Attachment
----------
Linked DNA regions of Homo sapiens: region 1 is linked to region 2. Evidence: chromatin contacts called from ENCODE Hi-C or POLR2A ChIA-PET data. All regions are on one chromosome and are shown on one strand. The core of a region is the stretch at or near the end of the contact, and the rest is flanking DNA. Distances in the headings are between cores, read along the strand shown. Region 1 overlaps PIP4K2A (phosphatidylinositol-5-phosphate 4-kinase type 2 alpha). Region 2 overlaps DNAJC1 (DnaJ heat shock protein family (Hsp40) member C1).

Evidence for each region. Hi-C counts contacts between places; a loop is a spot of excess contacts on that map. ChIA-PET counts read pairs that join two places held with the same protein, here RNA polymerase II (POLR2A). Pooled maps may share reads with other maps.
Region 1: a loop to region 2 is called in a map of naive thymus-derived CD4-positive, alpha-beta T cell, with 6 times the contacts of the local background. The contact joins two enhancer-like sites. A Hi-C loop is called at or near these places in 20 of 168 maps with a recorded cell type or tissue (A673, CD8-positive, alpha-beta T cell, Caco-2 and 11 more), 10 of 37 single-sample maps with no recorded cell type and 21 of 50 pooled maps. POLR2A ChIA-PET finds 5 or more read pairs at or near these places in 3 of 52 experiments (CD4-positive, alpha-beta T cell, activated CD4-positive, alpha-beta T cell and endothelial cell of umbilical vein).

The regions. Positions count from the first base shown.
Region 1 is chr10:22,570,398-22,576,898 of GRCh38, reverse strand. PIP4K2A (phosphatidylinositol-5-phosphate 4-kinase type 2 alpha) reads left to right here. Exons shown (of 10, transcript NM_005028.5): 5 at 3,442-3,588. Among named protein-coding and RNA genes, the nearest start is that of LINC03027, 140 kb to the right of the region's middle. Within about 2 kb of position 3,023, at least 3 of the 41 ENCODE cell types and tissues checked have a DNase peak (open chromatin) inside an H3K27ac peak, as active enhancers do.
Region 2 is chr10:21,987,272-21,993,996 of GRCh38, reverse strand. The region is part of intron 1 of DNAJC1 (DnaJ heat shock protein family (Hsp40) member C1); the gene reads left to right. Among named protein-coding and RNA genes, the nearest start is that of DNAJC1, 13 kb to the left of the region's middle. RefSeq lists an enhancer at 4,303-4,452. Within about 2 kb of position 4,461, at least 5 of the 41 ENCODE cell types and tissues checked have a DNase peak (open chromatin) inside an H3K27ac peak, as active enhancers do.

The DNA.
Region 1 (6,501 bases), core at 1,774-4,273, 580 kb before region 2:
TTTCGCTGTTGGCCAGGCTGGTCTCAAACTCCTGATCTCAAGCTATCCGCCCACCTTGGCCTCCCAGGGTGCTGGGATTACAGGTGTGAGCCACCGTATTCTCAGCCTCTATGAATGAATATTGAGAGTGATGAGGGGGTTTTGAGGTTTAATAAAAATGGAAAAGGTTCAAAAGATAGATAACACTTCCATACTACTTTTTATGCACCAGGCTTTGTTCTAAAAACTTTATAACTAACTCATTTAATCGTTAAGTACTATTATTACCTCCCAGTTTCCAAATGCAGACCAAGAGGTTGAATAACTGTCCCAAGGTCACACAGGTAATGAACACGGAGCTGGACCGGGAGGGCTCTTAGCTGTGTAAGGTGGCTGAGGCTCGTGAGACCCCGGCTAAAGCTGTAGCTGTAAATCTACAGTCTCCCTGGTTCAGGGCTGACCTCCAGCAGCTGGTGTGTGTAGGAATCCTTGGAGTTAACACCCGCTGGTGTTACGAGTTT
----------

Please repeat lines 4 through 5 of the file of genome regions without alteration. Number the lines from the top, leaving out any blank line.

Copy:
The regions. Positions count from the first base shown.
Region 1 is chr10:22,570,398-22,576,898 of GRCh38, reverse strand. PIP4K2A (phosphatidylinositol-5-phosphate 4-kinase type 2 alpha) reads left to right here. Exons shown (of 10, transcript NM_005028.5): 5 at 3,442-3,588. Among named protein-coding and RNA genes, the nearest start is that of LINC03027, 140 kb to the right of the region's middle. Within about 2 kb of position 3,023, at least 3 of the 41 ENCODE cell types and tissues checked have a DNase peak (open chromatin) inside an H3K27ac peak, as active enhancers do.